While the settlor used the phrase "* * * next of kin by consanguinity * *" to identify the takers of the corpus of each of the trusts here in issue, he also made it clear that such descent was to be carried out "* * * according to the statute of the State of Delaware", and I have no doubt but that the settlor, in employing such phrase, made reference not to the definition of the words "kin" and "kindred" (but significantly not "next of kin") now found in 1 Del.C. § 302,[2] but rather had in mind the general statutory outline of principles governing the descent and distribution of decedents' estates now found in Title 12 Del.C. Chap. 5 under the heading "Decedents' Estates; Fiduciary Relations", particularly those provisions of Title 12 having to do with the descent of property to the issue of a decedent or of a deceased next of kin per stirpes, e.g. 12 Del.C. § 503(1), (3) and (4).

The pertinent testamentary language in the case of In re Smith's Estate, supra, reads as follows:

"After the death of my said son Clifford, and after the death or marriage of the said Lavinia Brown, then in special trust to divide and pay over all of the rest, residue and remainder of my Estate, together with any accumulated and unexpended income therefrom, unto my five sons, namely, T. Darlington Smith, Norris W. Smith, Frank M. Smith, Howard B. Smith and Warner H. Smith, equally share and share alike; and if any of my said five sons should then be dead leaving issue, such issue to take among them the *919 part or share their parent would have taken if living, but if any of my said five sons should die without leaving issue, then to pay over the share of the son so dying unto his next of kin, according to the statute of distribution of the State of Delaware."

And in analyzing the language employed by the testator, the Court said:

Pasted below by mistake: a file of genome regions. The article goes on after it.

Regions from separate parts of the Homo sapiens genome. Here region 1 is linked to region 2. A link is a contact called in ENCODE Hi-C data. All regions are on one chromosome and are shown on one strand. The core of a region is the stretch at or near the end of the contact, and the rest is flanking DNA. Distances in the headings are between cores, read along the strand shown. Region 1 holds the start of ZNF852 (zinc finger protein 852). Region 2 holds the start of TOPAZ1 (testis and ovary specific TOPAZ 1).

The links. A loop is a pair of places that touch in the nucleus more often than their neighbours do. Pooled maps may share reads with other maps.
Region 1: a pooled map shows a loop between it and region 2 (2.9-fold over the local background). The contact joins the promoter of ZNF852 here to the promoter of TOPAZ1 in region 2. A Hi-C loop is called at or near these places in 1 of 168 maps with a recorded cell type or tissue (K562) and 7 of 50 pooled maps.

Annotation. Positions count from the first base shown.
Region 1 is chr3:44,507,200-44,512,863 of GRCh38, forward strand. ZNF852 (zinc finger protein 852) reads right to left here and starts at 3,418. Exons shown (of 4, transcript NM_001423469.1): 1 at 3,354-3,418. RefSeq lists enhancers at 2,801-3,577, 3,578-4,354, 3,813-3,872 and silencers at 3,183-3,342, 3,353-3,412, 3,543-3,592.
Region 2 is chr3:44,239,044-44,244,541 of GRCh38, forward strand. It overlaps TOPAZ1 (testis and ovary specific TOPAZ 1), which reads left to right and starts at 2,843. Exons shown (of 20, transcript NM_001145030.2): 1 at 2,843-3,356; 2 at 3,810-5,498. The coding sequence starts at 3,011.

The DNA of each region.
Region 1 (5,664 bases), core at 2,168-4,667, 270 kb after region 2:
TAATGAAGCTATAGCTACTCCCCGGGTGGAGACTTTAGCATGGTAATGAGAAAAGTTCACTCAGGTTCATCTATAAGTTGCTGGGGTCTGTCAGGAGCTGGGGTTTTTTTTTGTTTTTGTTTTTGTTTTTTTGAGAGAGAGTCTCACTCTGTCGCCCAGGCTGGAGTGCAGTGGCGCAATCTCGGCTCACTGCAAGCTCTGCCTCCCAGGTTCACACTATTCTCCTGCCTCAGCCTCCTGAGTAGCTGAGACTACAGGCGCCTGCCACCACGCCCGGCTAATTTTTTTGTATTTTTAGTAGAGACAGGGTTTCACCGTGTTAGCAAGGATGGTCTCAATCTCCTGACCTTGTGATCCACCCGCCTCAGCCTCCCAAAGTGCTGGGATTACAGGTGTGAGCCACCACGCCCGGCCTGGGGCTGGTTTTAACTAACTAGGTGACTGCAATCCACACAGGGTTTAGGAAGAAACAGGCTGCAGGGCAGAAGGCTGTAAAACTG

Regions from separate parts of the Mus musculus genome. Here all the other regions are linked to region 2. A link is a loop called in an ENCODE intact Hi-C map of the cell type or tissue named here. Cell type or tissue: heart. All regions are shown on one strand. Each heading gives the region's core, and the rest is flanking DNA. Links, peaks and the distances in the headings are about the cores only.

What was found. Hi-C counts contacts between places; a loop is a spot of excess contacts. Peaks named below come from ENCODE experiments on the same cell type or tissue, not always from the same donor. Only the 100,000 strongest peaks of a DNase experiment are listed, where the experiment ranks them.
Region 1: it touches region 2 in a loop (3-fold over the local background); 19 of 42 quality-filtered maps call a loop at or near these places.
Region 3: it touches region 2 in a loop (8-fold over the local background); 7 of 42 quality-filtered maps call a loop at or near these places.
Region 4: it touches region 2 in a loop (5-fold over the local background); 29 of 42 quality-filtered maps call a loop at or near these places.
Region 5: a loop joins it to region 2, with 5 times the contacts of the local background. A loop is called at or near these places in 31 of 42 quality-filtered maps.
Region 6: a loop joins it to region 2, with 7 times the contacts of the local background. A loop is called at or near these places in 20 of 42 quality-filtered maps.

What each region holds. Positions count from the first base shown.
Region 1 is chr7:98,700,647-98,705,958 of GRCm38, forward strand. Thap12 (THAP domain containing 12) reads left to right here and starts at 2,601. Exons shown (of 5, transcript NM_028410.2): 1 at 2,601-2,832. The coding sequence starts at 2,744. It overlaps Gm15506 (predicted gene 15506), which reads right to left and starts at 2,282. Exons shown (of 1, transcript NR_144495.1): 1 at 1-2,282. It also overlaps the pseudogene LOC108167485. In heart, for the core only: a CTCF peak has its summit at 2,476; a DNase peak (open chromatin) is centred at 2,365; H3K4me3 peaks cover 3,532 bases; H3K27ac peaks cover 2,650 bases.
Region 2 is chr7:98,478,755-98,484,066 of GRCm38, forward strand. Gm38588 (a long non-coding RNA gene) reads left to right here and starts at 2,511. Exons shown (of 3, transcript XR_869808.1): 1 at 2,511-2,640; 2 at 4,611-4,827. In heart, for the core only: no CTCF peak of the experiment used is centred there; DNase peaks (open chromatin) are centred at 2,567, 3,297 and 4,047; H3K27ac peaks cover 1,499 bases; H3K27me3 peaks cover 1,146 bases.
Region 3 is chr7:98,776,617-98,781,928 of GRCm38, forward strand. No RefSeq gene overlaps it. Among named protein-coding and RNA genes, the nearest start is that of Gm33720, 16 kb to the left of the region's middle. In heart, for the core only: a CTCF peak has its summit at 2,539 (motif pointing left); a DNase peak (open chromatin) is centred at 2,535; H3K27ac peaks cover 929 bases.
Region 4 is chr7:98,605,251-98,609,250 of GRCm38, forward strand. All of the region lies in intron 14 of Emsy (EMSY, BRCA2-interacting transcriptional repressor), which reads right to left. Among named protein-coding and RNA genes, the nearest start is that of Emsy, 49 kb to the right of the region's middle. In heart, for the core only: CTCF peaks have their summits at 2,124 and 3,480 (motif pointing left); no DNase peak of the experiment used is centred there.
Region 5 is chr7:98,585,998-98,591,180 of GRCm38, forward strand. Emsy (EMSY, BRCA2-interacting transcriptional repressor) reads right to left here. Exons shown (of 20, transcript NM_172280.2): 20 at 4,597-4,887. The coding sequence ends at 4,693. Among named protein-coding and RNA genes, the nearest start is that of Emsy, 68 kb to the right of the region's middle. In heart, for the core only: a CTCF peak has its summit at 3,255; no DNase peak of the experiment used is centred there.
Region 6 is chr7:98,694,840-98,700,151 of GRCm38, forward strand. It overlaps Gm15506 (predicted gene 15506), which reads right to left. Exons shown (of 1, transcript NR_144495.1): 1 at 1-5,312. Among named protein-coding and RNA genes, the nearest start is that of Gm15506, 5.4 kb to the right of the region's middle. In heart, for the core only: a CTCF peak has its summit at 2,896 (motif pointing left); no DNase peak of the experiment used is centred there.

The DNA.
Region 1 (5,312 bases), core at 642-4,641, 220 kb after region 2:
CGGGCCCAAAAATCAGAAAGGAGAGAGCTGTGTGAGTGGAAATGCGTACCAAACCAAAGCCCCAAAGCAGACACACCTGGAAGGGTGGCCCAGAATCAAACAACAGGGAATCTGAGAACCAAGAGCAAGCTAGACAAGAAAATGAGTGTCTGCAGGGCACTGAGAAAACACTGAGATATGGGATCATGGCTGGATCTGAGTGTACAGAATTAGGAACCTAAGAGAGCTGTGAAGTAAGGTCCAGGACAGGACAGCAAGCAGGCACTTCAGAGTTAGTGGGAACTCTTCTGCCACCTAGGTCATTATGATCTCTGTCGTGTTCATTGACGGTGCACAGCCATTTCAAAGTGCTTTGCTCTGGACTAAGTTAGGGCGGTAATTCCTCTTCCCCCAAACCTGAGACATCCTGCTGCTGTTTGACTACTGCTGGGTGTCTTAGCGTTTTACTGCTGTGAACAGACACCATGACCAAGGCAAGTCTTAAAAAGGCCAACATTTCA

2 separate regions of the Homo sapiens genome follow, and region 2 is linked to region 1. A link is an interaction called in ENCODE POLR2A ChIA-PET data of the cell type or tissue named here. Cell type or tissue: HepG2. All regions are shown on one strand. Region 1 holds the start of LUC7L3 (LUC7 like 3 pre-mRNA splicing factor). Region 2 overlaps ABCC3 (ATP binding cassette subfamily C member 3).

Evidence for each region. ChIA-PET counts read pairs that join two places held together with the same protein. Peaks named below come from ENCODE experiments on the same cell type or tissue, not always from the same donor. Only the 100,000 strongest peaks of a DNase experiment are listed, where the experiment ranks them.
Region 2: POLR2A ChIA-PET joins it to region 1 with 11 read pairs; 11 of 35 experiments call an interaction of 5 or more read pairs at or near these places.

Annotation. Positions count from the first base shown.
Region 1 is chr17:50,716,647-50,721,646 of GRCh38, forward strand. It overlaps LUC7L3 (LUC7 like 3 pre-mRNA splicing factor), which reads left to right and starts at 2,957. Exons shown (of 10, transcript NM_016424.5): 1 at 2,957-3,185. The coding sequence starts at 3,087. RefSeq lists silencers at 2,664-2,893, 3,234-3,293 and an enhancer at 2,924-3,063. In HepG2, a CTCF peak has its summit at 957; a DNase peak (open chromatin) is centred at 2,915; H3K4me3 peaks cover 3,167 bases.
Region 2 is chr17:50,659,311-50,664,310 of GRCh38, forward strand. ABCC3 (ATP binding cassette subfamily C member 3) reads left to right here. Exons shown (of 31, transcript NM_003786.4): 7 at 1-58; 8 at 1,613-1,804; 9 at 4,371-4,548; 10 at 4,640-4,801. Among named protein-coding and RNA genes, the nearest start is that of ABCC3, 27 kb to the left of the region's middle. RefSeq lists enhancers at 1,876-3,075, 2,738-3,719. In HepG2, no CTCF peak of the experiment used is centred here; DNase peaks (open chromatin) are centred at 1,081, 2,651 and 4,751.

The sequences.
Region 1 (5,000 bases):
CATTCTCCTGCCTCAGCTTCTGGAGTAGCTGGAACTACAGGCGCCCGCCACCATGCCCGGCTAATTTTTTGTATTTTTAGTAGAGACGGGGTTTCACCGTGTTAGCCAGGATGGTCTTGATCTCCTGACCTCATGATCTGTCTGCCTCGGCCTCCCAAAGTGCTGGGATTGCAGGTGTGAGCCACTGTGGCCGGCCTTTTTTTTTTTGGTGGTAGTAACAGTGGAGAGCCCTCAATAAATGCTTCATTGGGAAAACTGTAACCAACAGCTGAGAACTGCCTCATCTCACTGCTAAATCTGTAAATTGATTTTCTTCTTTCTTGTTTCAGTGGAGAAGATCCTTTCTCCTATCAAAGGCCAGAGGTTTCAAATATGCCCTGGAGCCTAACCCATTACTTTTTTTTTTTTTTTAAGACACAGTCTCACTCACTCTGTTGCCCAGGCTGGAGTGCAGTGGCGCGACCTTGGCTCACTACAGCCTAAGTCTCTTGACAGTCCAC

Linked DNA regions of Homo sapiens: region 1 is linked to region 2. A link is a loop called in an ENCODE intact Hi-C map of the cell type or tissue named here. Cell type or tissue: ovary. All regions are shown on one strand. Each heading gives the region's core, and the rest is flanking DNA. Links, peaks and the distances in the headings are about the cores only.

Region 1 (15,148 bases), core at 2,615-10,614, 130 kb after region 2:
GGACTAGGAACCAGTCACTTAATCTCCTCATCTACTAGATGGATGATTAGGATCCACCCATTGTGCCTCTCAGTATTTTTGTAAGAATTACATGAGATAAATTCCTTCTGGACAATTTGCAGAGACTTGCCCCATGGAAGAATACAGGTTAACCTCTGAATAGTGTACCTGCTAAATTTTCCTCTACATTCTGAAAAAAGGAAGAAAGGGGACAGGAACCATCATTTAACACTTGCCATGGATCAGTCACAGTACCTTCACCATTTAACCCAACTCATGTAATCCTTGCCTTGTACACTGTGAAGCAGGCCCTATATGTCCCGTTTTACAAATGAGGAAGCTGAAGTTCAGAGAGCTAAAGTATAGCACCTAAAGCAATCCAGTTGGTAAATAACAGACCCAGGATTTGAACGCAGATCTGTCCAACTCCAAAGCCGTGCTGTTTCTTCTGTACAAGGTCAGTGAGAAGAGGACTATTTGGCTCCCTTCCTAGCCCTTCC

"Had the expression been `next of kin' simpliciter, authority of eminent repute can be cited to the effect that not only widows, but even children of a deceased brother where a brother is living, would be excluded. For standing alone those words literally mean nearest blood relations. They are not in their natural signification synonymous with distributees under the statutes of distribution, which group generally includes not only nonrelatives, such as husband and wife, but also blood relations who are not nearest or next to the deceased. Hence `next of kin' standing alone has been held not to be understood as denoting the same persons as distributees under the intestacy statute; the words are confined to nearest blood relations. Elmsley v. Young, 2 Mylne & K. 780; Withy v. Mangles, 10 Clarke & F. 215; Fargo v. Miller, 150 Mass. 225, 22 N.E. 1003, 5 L.R.A. 690. "As has often been remarked, words of accepted meaning are to be taken in their accepted sense. But inasmuch as the prime object of all construction is to ascertain the intent which words seek to convey, it follows that if it is apparent that words of settled meaning were intended by the testator to be used in other than their ordinary sense, the intent must prevail and the words interpreted harmoniously therewith. Another rule which is axiomatic is that in seeking the testamentary intent regard must be paid to all the language that assumes to express it. It will not do to reject any portion of it as meaningless if any reasonable significance is attributable thereto. "In applying these elementary principles courts have held that while `next of kin,' standing alone, does not mean the same as distributees under the statutes of distribution, yet if anything appears in the will which shows that the testator meant `next of kin' to mean distributees under the statute, the special testamentary definition of the phrase will be accepted and distribution in obedience thereto will be decreed. In the will before us there appears the expression, `according to the statute of distribution.' By the use of this expression we are bound to assume that the testator meant something. The only thing which can be conceived of as having been intended by this modifying phrase is that `next of kin,' which it explains, was meant by the testator to have a more enlarged significance than its literal import suggests."